Fourteen months earlier in the Rio Olympic final, van Niekerk authored the perfect race from lane eight: a 43.03-second lap to break Michael Johnson‘s world record from 1999. He took 163 steps, according to World Athletics. He was expected to spend the rest of the Tokyo Olympic cycle trying to break 43 seconds in the 400m and cementing himself as the world’s best 200m runner, too.

In the rugby match on Oct. 7, 2017, one misstep and a twisted knee changed the trajectory of his career.

“This whole injury was so innocuous,” said van Niekerk’s career-long agent, Peet van Zyl, who was in the stands that day. “He tried to side step a guy, and he just stopped and he sat down. He got up again, and he walked off the field. He just said, ‘Guys, I’m done. I don’t want to play any further. I think I’m a bit injured.’ He walked off the field and all that. It wasn’t the case of him being stretchered off or anything like that. I think we thought maybe he’s just done something. It’s not too bad.”

Van Niekerk said it was quite painful.

“But I think you somewhat try and fight against the thought of it, or kind of denying your reality at that moment, hoping that it’s nothing serious, hoping that it’s something you can bounce back from really quickly, that it’s a bit of a knock, a bit of a twist,” he said. “The reality was totally different to what I was hoping it to be.”

Van Niekerk left the stadium and went across the street to the Sports Science Institute of South Africa for scans. He was with his fiancee, Chesney, whom he married three weeks later, and his stepfather. A doctor delivered the findings: an ACL and meniscus tear.

“He thought, he’ll be fine. It’ll be ready within a few months. and he’ll be able to start running again,” van Zyl said. “I think the actual severity of it sank in a little bit later.”

Van Niekerk sought another opinion, but surgery was inevitable. After his wedding, he flew to Vail, Colorado, for the operation.

“With everything that happened, now I think how silly it was, exposing my body to something like that and then putting my body in somewhat of strain that it has never trained itself [for],” he said. “I mean, rugby is a sport that my body is not conditioned for. That’s where my mind goes toward when asked about it.”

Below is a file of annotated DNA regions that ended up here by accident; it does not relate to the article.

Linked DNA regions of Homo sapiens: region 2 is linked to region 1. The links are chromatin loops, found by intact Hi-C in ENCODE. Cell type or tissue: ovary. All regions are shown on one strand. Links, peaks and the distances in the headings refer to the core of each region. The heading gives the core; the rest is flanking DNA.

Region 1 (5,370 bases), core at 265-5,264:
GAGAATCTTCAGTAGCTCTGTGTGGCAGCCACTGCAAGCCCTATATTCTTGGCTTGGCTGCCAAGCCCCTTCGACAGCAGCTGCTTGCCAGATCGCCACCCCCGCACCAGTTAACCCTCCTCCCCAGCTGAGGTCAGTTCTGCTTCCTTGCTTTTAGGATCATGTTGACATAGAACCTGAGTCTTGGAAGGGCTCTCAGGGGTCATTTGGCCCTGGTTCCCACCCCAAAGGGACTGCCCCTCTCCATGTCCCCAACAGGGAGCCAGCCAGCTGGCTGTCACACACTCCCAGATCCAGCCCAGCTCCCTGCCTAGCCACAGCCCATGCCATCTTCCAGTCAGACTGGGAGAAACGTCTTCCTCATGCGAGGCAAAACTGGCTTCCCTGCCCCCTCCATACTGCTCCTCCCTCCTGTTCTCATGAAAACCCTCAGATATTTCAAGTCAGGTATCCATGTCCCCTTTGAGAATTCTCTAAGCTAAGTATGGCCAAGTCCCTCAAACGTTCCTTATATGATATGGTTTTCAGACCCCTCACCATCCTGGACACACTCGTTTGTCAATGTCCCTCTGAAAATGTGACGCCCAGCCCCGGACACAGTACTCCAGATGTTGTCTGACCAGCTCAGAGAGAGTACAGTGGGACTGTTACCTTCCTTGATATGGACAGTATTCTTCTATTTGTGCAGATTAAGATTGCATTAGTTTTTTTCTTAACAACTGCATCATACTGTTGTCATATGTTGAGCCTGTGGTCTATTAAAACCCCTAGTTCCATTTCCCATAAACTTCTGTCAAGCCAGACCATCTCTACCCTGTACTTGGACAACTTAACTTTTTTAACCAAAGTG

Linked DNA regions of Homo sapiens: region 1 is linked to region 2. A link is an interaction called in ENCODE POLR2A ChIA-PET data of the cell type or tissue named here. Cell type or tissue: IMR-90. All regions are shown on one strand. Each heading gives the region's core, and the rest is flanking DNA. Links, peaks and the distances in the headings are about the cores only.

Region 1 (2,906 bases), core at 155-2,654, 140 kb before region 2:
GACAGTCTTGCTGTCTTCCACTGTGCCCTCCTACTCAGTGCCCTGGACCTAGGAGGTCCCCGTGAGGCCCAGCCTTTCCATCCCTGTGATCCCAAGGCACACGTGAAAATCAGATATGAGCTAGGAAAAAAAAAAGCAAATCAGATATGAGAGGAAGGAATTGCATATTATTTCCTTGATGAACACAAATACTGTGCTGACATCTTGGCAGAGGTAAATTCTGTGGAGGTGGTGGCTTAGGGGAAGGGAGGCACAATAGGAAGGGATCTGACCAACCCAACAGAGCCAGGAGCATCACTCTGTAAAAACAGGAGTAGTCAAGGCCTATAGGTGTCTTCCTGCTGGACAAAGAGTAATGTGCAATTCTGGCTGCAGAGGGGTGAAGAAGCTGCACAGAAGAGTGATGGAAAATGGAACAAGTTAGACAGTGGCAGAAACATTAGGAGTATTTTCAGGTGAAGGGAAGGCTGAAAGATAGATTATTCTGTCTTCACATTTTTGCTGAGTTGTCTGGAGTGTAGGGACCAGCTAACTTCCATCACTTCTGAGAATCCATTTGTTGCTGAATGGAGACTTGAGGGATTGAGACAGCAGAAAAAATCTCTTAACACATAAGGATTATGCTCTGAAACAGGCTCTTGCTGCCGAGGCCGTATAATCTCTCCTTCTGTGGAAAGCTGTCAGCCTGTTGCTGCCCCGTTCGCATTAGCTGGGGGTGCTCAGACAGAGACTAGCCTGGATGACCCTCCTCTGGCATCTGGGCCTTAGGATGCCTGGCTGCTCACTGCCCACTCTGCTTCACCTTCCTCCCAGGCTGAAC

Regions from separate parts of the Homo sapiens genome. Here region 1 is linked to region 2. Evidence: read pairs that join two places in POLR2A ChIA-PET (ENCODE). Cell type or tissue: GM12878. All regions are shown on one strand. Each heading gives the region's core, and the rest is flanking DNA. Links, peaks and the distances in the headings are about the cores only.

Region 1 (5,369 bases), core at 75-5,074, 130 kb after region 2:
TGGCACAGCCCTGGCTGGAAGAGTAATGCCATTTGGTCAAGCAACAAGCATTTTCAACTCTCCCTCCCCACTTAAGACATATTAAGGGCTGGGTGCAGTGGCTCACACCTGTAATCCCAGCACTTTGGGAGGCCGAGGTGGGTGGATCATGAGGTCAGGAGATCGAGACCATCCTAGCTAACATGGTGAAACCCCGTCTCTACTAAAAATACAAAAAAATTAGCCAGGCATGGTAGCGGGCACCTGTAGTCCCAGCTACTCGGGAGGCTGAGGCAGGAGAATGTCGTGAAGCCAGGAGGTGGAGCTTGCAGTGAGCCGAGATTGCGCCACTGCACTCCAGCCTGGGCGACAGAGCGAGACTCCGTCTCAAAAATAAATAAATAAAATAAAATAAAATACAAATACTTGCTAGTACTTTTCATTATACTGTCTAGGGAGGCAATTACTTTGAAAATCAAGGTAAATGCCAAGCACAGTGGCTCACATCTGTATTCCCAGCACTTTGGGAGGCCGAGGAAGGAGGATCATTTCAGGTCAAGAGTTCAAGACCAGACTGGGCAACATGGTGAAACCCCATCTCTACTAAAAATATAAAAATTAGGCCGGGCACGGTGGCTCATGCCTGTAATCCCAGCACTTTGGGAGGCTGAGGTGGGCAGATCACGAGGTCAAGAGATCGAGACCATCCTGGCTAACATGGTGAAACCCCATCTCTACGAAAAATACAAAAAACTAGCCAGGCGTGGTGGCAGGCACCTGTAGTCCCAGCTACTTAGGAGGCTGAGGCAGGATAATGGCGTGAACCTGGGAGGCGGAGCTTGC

Van Niekerk began breaking the news of such an unusual injury for a sprinter, and through such unusual circumstances, to those around him. The toughest conversation to initiate was with his coach, Ans Botha, whose fame also skyrocketed in Rio.

“First of all, she’s not a fan of us doing any sport, obviously, away from track and field,” van Niekerk said. “Which is right. Which is also the advice I was obviously supposed to follow.”

Van Zyl said Botha was “totally against” van Niekerk participating in the rugby match.

“I wasn’t keen for him to do it, but growing up as a boy in South Africa, rugby’s almost like a religion,” van Zyl said. “She was really, really livid [afterward].”

Still, van Niekerk had time. Three years until the Tokyo Olympics. Two years until the next world championships. Van Niekerk, who became the world’s top sprinter with Usain Bolt‘s retirement, had to learn how to walk again. He was on crutches for about three months.

“There was a lot of doubt that creeped in the process,” he said.

Van Niekerk didn’t race at all in 2018, track and field’s fallow year without an Olympics or biennial world championships.

The rehab went as planned. First in Vail, then in Doha. Van Niekerk trained to return for the South African Championships in April 2019. But the week before the competition, he learned he developed a bone bruise in that right knee.

“He really pushed himself a bit too hard in the week before nationals just to see really what he could do,” van Zyl said. “We decided to pull him out because we can’t afford him to race when he’s not 100 percent.”